Barked: Fri Apr 2, '10 12:30pm PST 
My parents dog was deaf for most of her life and then also blind for the last couple of years. It's something you have to learn to deal with, but Naomi was still a happy dog. She got around the house and yard so well that sometimes it was hard to believe she couldn't see. She did still enjoy her walks, although at a slightly slower pace than when she could see.

Good luck! Please try not to get discouraged. Animals often times do really well and can still live happy lives even with disabilities.
[notify]
Daisy Mae

water=heaven!
 
 
Barked: Sat Apr 3, '10 12:31pm PST 
My lab mix went blind overnight. One day he could see; the next nothing. Vet said it was a breed flaw called prolapsed retinas. Anyways, he adapted very well as long as things weren't moved around.
My dad's friend had a dog that was blind and deaf; he did very well with his nose. He was also very sensitive to vibrations. His owner would stomp his foot twice, either inside or outside, and the dog would start sniffing for him.
Sounds like your dog will be easing into blindness gradually, so she will probably adapt very well. Like the previous posters said, don't move furniture around, and give her time to know you're there before you touch her. She might slow down on walks, but as long as she's leashed, she'll probably still enjoy them.
[notify]
Major- Payne(4/23/0- 3-3/6/2010)

JUST A MOMMY- BOY!
 
 
Barked: Sat Apr 3, '10 1:01pm PST 
The other posters are right about not changing anything around the house. "Major" was diagnosed with "Discoid Lupus" when he was 9 mths old. I was told by my vets that it is rare to see it in such a young dog and a male at that. He was put on Predisone every day for the rest of his life. They said it would not be a good prognosis. He grew cateracts from yrs of steriods.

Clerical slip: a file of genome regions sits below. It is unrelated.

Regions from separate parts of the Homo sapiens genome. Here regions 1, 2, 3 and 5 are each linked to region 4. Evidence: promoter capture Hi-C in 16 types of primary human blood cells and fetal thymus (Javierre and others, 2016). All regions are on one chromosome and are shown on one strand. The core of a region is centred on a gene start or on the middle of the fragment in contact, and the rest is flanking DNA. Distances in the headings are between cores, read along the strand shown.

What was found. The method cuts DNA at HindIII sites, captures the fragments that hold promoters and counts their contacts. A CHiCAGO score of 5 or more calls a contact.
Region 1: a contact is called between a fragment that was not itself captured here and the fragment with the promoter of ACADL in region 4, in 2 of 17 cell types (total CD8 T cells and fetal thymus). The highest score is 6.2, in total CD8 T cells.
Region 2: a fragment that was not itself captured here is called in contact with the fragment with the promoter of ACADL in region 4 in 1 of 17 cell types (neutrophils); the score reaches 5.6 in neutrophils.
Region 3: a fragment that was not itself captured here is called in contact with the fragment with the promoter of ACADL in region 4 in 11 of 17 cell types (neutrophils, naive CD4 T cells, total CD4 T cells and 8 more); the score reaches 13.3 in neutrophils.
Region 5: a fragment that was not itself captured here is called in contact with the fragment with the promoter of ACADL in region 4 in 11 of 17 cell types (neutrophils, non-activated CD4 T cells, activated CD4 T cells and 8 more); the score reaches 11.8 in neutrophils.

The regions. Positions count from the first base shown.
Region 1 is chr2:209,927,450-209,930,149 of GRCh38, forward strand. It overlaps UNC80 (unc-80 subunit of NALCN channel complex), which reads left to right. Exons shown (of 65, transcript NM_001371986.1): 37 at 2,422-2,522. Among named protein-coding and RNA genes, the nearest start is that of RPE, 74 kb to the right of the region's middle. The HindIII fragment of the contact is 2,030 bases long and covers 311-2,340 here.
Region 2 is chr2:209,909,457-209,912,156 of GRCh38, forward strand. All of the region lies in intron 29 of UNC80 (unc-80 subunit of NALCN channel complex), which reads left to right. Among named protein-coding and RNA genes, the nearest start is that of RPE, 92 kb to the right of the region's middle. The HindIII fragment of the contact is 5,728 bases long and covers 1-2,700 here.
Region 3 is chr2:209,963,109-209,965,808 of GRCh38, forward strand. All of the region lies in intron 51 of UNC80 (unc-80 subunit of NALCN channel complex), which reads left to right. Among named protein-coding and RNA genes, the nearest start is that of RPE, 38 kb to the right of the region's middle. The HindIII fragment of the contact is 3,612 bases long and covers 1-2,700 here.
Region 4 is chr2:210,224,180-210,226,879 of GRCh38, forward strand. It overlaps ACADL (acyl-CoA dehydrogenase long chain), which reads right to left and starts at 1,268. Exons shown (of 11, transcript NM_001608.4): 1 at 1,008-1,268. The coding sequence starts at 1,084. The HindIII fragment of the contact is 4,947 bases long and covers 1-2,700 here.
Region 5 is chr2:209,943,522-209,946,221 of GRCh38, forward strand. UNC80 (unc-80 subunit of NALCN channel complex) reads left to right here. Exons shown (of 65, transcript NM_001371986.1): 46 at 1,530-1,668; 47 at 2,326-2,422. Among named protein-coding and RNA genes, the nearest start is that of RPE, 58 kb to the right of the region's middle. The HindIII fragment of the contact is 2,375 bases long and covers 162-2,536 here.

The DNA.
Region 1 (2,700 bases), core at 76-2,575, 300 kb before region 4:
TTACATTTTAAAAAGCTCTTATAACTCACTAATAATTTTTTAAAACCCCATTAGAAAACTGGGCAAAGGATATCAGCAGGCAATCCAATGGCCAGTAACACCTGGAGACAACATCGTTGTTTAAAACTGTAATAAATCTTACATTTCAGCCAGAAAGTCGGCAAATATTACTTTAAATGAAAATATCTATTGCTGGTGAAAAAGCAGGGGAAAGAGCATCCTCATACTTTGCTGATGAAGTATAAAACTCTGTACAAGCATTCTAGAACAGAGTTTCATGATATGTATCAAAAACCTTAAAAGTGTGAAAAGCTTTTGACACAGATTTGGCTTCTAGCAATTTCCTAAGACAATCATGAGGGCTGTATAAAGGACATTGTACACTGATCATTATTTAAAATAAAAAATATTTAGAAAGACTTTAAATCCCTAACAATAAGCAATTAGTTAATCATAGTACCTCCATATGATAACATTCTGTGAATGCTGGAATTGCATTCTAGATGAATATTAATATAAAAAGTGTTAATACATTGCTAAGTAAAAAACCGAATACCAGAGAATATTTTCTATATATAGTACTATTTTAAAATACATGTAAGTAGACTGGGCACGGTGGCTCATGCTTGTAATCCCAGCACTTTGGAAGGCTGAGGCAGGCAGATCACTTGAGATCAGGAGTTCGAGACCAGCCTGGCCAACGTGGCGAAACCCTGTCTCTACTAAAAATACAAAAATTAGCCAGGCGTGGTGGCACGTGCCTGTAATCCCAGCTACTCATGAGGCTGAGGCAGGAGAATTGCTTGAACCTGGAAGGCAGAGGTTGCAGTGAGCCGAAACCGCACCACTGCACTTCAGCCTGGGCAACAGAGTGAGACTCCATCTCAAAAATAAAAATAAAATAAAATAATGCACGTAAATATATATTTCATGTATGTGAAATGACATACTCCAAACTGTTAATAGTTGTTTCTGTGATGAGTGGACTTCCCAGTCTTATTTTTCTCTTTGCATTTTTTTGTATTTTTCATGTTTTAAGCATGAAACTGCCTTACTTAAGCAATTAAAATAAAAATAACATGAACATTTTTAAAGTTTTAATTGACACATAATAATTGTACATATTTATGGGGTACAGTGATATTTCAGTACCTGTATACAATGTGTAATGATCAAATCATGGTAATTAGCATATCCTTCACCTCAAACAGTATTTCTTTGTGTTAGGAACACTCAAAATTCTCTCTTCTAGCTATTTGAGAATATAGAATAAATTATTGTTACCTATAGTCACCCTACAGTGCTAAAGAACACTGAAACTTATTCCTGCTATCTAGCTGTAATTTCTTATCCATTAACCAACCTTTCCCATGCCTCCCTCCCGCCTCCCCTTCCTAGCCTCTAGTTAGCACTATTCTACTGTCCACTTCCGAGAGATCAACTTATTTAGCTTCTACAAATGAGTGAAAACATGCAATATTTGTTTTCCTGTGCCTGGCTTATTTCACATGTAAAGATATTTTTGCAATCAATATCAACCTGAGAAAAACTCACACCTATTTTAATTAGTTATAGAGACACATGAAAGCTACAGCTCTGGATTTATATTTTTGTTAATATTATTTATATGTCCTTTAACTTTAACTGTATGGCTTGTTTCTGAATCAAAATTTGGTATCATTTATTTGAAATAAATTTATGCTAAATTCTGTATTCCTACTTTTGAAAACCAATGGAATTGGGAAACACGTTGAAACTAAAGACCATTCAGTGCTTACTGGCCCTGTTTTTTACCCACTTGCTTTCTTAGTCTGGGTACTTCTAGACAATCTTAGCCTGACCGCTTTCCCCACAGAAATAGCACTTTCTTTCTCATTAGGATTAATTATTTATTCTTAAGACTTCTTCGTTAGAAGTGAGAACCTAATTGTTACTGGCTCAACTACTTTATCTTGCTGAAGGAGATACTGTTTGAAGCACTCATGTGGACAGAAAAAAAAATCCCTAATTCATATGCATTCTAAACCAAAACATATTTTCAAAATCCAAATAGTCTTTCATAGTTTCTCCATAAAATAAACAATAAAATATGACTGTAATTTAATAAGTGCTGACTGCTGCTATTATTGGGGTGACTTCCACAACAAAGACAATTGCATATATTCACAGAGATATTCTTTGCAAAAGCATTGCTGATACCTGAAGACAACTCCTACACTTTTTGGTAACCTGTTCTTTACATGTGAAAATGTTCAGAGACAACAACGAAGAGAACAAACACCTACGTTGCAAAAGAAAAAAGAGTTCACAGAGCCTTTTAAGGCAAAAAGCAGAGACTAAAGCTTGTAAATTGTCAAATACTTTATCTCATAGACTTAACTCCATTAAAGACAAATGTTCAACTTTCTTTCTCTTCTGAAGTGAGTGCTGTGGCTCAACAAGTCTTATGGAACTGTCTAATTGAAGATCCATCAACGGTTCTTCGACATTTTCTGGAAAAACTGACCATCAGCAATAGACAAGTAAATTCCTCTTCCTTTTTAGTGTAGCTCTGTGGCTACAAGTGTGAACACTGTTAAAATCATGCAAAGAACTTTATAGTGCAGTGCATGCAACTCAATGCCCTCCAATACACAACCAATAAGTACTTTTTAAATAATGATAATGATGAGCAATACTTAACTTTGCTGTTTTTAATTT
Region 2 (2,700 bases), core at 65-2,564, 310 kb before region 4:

He still played with his toys, could find every one of them by name (I don't know how he did it). Could go out front to use the bathroom by himself & find his way back to the front door. He had "markers" he went by. A dead plant at the front corner of the yard, a little tree in the middle of the yard etc. He knew the lay of the land. I never seen a dog so alive and so happy every day of his life. He smiled all the time.
Unforunately last month we had a very hard decision for our family. His uncle, and sleeping partner "Blue Blazes" who was 13 1/2 yrs. was going downhill and we needed to let him go while he was still able to be mobile. We were afraid that "Major" being blind would try & look for him constantly. We decided to let "Blue Blazes" show him the way to the Rainbow bridge and let them be together as they had been in life.
I regret it now. I miss him dearly and feel that he eventually would have realized that "Blue" wasn't coming back. I have a little female (his neice) that loved him that I could have put with him to keep him company afterwards and wished that I had done it that way instead.
Just enjoy your dog for however long you have with them. If it's medically able in other ways, they can survive without seeing. I know this for a fact.
We wish you all the best and gives hugs from those of us that are still left.
Cheri & "what's left of the pits"little angel
[notify]